A group of enterprises like General Electric, Pfizer, Cap and Citigroup have come together with a wish list of how they would like public IaaS providers like Amazon, Microsoft and Google to make their clouds more interoperable.
Stories by Brandon Butler
It’s a debate that’s raged on for years: Which is cheaper, public or private clouds? A new report from 451 Research finds that two of the most critical factors that influence the cost of a public versus a private cloud deployment are an organization’s ability to efficiently manage infrastructure and utilization of hardware resources.
In the first week of October, Amazon Web Services, Microsoft Azure and Google Cloud Platform all announced plans to build out new regions for their IaaS cloud operations. The new regions add to an already impressive roster of data centers around the globe for each vendor. What’s behind this arms race to build new regions for the big clouds?
For years there’s been talk about what the adoption of public cloud and the advent of application containers would mean for VMware. The company is taking these innovations head on, announcing support for them in the latest updates of the company’s core management products announced this week at its VMWorld Europe conference.
Hours before the press conference in San Francisco with AWS CEO Andy Jassy a blog post from VMware leaked onto the Internet announcing the deal between the two companies.
AT&T announced a partnership with Amazon Web Services that will allow the 29 million connected devices on the mobile provider’s network to more easily connect and store data in AWS’s IaaS cloud platform.
As data center infrastructure management (DCIM) moves to the cloud, new integrations with internet of things sensors and big data analytics may help prevent costly downtime.
As the containers vs. virtual machine debate rages on, new research finds that containers could yield double-digit resource savings compared to virtual machines.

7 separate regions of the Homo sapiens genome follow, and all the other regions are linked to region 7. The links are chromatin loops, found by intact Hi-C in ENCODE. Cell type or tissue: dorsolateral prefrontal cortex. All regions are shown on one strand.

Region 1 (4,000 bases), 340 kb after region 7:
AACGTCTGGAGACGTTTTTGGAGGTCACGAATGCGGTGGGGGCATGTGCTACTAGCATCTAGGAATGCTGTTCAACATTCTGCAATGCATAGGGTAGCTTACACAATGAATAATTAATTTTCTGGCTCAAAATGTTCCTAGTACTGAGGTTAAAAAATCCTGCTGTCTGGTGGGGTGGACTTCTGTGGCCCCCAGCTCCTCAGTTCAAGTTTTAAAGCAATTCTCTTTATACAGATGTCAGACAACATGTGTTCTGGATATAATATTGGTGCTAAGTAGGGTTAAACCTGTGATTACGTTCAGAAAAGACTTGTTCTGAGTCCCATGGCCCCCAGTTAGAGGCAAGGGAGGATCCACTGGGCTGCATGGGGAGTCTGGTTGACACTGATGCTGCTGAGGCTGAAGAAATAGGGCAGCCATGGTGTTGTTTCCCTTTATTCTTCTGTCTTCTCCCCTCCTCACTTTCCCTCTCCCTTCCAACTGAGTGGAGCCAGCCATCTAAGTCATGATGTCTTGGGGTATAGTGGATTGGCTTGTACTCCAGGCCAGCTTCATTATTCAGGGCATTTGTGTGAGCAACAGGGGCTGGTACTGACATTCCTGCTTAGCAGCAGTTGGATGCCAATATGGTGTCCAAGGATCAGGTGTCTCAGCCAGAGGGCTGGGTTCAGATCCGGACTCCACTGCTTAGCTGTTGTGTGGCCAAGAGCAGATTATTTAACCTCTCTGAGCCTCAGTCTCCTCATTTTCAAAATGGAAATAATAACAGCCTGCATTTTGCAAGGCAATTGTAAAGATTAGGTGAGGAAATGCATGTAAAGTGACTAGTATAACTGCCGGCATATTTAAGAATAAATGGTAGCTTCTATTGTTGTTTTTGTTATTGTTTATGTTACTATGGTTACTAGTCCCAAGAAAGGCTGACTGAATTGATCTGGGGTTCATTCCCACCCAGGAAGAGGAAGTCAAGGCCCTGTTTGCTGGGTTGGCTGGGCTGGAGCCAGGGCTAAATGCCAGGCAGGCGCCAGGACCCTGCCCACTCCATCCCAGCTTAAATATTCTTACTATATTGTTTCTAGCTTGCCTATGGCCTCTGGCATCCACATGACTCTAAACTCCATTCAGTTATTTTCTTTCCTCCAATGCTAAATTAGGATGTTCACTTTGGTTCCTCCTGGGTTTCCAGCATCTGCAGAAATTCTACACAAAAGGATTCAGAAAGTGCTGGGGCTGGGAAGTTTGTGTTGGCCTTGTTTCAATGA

How do you get started using the cloud? To have a successful cloud deployment, it’s helpful to have a plan. The following 10 tips are key for a successful cloud rollout.
In a market dominated by vendors like Amazon, Microsoft and Google is there room for startups? Cloud Chronicles visited ClearSky Data in downtown Boston to find out.
To kick off his company’s Ignite conference in Atlanta this week, Microsoft CEO Satya Nadella announced that Adobe will run three of its most popular software as a service apps on the Microsoft Azure IaaS cloud. The move is a power play by Microsoft, but it should be taken with a grain of salt: Adobe uses Azure competitor Amazon Web Services heavily, too.
This week at OpenWorld Oracle czar Larry Ellison has some fighting words for AWS, announcing that new features in the second generation of the company’s cloud would give the leader of the IaaS public cloud computing market a run for its money. Does Oracle really have a shot at that?
Cisco has pivoted away from its Intercloud strategy to instead focus on helping customers build private clouds and manage public cloud usage.
Contrary to traditional beliefs, health care organizations can use the public cloud, with the right precautions in place.
For a public IaaS cloud environment to be compliant with strict data privacy laws from HIPAA certain controls must be put in place. Here are 9 examples.
- Microsoft Consultant VIC
- Business Analyst QLD
- PMO Analyst - Financial Services NSW
- Data Migration Consultant - Lead NSW
- Security Analyst - multiple roles ACT
- Dynamics AX Functional Consultant (Manufacturing and Trade & Logistics Modules) NSW
- ADABAS Natural Developer NSW
- Dynamics AX Functional Consultant (Supply Chain Modules) ACT
- Level 3 Engineer NSW
- Senior Project Manager x 2 QLD
- 6 cities | 20 exhibitors | International & local keynotes | Hear from Mark Loveless 'Simple Nomad' & Jeff Lanza Former FBI - Save your seat at CSO Perspectives Roadshow
- WIN a HTC Vive Kit valued at $1399, take this 3 minute survey for your chance to WIN!
- Answer 5 quick questions and you could win a Lego Mindstorm EV3, (valued at $499).
- Participate in this market research and go into the draw to win a Lego Death Star, (valued at $999).